We'd woken up to a foggy, humid morning after having heard the strange and mournful wails of ships' foghorns giving warning in the night.
After all, even in landlocked Middelburg, one is never far from the coast in Zeeland.
By morning, the outside world was still murky and uninviting and, frankly speaking, far better suited to a day spent inside, reading a good book perhaps, or watching some rubbish daytime television. Or we could have browsed and listened to Eveline's extensive and quite excellent CD collection.
I'd already made myself comfortable in that fabulous Art Deco style chair ...
But that's not what we'd come here for! The weather forecast having promised the fog would clear by late morning, we decided to wait it out, but when this still hadn't happened by 11 am, we donned coats, hats and scarves and walked into town.
The pea soup-like conditions had drained the outside world of most of its colour and across the canal the picturesque windmill was doing its best to contrast with the blanket of white obscuring the sky.
Slowly but surely, a misty drizzle was blurring my glasses but using an umbrella would have been too cumbersome.
The rather forlorn view towards the bridge was in sharp contrast with two days earlier, when there was the hustle and bustle of shoppers and day trippers making their way into town, making the most of the exceptionally mild and sunny day.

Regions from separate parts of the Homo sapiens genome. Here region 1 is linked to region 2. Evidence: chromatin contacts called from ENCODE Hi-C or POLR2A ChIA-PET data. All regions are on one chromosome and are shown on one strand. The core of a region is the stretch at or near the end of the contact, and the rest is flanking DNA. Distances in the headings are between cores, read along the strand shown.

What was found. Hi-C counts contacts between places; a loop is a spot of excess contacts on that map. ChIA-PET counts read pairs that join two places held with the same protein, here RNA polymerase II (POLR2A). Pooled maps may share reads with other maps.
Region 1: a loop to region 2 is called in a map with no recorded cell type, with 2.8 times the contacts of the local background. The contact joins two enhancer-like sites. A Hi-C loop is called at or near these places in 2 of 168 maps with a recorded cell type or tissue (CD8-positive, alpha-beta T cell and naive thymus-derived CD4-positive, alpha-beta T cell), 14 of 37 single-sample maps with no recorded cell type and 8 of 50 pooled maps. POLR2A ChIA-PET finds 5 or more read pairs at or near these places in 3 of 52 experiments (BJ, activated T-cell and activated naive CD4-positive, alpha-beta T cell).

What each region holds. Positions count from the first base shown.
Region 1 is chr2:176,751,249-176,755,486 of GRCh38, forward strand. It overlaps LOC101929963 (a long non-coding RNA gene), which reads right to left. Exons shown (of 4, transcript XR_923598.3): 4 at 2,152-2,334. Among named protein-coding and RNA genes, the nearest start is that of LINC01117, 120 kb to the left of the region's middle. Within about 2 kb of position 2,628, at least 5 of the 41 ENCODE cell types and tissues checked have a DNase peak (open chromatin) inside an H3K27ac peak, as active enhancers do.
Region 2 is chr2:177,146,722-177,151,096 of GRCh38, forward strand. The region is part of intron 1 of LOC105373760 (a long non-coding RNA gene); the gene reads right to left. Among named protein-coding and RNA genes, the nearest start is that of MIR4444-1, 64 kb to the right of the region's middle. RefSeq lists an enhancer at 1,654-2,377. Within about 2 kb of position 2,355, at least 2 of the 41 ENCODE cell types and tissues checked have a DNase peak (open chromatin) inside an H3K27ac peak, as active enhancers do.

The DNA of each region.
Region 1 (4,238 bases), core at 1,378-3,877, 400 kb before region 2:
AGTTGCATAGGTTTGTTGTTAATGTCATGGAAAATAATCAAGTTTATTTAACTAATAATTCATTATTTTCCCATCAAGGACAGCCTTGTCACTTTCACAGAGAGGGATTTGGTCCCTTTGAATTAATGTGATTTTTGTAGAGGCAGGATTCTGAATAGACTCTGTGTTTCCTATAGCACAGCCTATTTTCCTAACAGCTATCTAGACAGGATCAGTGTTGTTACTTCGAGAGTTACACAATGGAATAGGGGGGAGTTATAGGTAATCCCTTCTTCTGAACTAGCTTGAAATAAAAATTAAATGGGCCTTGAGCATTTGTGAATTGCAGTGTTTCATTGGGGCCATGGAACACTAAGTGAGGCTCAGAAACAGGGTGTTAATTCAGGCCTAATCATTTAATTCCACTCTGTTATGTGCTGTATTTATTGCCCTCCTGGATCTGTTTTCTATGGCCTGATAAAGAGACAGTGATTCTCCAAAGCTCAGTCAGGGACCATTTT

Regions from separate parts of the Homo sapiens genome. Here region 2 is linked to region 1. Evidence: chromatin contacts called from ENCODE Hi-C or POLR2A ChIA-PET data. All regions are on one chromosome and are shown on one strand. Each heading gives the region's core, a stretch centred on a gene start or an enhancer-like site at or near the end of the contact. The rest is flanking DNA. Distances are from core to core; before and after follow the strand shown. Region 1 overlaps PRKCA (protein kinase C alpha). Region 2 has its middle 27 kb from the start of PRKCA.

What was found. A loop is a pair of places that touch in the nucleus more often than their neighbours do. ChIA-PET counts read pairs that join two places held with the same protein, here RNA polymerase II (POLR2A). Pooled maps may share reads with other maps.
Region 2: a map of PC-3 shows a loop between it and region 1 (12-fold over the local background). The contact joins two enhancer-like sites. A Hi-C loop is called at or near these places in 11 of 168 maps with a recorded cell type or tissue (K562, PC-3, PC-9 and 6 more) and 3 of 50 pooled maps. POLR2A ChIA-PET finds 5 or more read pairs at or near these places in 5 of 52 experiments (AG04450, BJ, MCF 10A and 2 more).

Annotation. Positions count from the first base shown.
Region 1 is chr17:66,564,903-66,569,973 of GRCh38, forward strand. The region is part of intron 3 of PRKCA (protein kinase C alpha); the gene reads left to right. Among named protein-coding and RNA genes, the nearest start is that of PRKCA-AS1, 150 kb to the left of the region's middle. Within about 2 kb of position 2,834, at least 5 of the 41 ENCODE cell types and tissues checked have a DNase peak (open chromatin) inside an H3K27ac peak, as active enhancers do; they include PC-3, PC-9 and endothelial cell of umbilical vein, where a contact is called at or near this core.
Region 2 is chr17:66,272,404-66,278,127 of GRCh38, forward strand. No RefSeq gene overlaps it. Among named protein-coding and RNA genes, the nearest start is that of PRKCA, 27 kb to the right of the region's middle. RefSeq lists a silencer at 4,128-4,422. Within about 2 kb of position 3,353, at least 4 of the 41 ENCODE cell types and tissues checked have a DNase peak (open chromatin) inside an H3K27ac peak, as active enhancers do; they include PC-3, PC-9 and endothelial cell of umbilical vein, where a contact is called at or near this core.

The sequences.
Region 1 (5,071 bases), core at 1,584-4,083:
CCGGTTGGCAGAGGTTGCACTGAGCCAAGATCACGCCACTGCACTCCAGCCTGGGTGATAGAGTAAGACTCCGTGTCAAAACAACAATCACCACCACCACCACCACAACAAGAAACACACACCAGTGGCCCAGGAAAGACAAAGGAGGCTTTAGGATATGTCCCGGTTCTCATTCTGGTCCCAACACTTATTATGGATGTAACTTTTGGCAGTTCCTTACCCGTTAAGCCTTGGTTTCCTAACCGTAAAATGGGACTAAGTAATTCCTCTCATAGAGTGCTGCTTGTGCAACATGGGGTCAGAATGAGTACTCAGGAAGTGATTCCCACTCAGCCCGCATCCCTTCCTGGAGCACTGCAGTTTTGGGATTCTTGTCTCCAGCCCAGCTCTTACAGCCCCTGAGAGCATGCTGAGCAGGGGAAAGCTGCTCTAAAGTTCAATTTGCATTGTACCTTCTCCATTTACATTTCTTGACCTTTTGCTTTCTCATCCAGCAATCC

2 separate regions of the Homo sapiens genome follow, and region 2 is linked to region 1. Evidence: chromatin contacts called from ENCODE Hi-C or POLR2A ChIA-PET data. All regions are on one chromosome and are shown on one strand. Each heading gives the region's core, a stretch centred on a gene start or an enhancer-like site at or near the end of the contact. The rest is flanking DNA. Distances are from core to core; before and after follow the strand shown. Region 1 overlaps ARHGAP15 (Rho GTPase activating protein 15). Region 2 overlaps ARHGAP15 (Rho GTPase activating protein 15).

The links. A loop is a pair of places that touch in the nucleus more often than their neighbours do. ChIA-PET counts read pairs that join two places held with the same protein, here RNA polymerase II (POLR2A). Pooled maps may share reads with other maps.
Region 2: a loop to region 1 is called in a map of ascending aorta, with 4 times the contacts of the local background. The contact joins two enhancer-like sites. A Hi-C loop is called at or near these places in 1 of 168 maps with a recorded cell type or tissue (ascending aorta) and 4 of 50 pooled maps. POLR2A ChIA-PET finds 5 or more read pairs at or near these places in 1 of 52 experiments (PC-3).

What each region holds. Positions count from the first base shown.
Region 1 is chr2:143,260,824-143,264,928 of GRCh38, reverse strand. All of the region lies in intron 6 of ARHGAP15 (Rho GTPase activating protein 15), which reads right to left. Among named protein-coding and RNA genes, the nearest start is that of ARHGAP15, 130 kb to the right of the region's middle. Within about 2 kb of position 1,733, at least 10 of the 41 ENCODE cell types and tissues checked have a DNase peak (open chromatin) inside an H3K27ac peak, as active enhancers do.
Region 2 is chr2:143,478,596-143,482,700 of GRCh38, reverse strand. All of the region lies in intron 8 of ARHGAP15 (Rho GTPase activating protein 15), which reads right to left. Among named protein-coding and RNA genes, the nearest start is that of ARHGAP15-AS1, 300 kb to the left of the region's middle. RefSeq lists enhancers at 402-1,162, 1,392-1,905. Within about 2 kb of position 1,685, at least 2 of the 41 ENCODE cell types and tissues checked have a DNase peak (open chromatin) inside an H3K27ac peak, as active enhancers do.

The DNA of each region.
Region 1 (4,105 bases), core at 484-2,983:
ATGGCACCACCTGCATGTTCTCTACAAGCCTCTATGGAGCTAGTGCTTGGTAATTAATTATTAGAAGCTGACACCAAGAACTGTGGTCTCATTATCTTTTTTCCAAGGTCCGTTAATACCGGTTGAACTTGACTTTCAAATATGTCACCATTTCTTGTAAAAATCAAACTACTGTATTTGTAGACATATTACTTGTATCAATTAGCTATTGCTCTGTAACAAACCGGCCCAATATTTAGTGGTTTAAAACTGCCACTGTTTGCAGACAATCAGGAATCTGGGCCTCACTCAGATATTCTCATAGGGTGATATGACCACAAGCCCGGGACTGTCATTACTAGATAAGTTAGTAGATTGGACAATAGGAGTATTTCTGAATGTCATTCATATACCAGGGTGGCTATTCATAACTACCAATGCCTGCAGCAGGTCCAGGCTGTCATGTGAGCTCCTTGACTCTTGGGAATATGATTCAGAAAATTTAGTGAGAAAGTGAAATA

In the foreground is the landing stage from where open-top canal boat trips take off between April and November. Now, its emptiness added to the desultory atmosphere. I guess nobody in their right mind would have been tempted to take a cruise on the city canals in this weather.
I couldn't help but be charmed by the little vehicle on the bottom right. It belongs to a local brewery and must be the smallest beer delivery van ever!
The town hall's carillon was chiming the hour, its tower, which the people of Middelburg call Malle Betje (Silly Beth), still wearing a thin layer of mist.
The tower earned its nickname from the fact that its clock used to run behind the town's other clock tower, the Lange Jan (Long John).
Speaking of the devil, where exactly is Lange Jan? Middelburg's most visible landmark had clearly decided to play hooky that day!
We picked up some brochures at the tourist office and roamed the streets around the market square, taking in the buildings' delightful details and doing some window shopping.
There was a whole shop window dedicated to Zeeuwse Babbelaars (bottom left), the traditional butterscotch flavoured candy Zeeland is famous for.
The Christmas decorations, which seemed incongruous in the gorgeous weather of two days ago, somehow seemed more appropriate on this most dismal of days. Still way too early for me, though!
Having made such a late start, we were soon faced by hunger pangs so we went in search of a suitable place to eat. Shouldn't be too difficult in a town the size of Middelburg, right? However, as it was almost 1 pm by now, all the places we liked seemed to be fully booked. In the end, our empty stomachs got the better of us, and we settled for a rather run of the mill café-restaurant.
Upon leaving the café, we suddenly noticed the sign in front of the shop directly opposite. Yes, we'd discovered a vintage shop! The shop, called Lieve Hemel, was a veritable treasure trove of vintage china, kitchenalia, religious statues, handbags, hats, jewellery, you name it. It didn't take long for me to select these two brooches.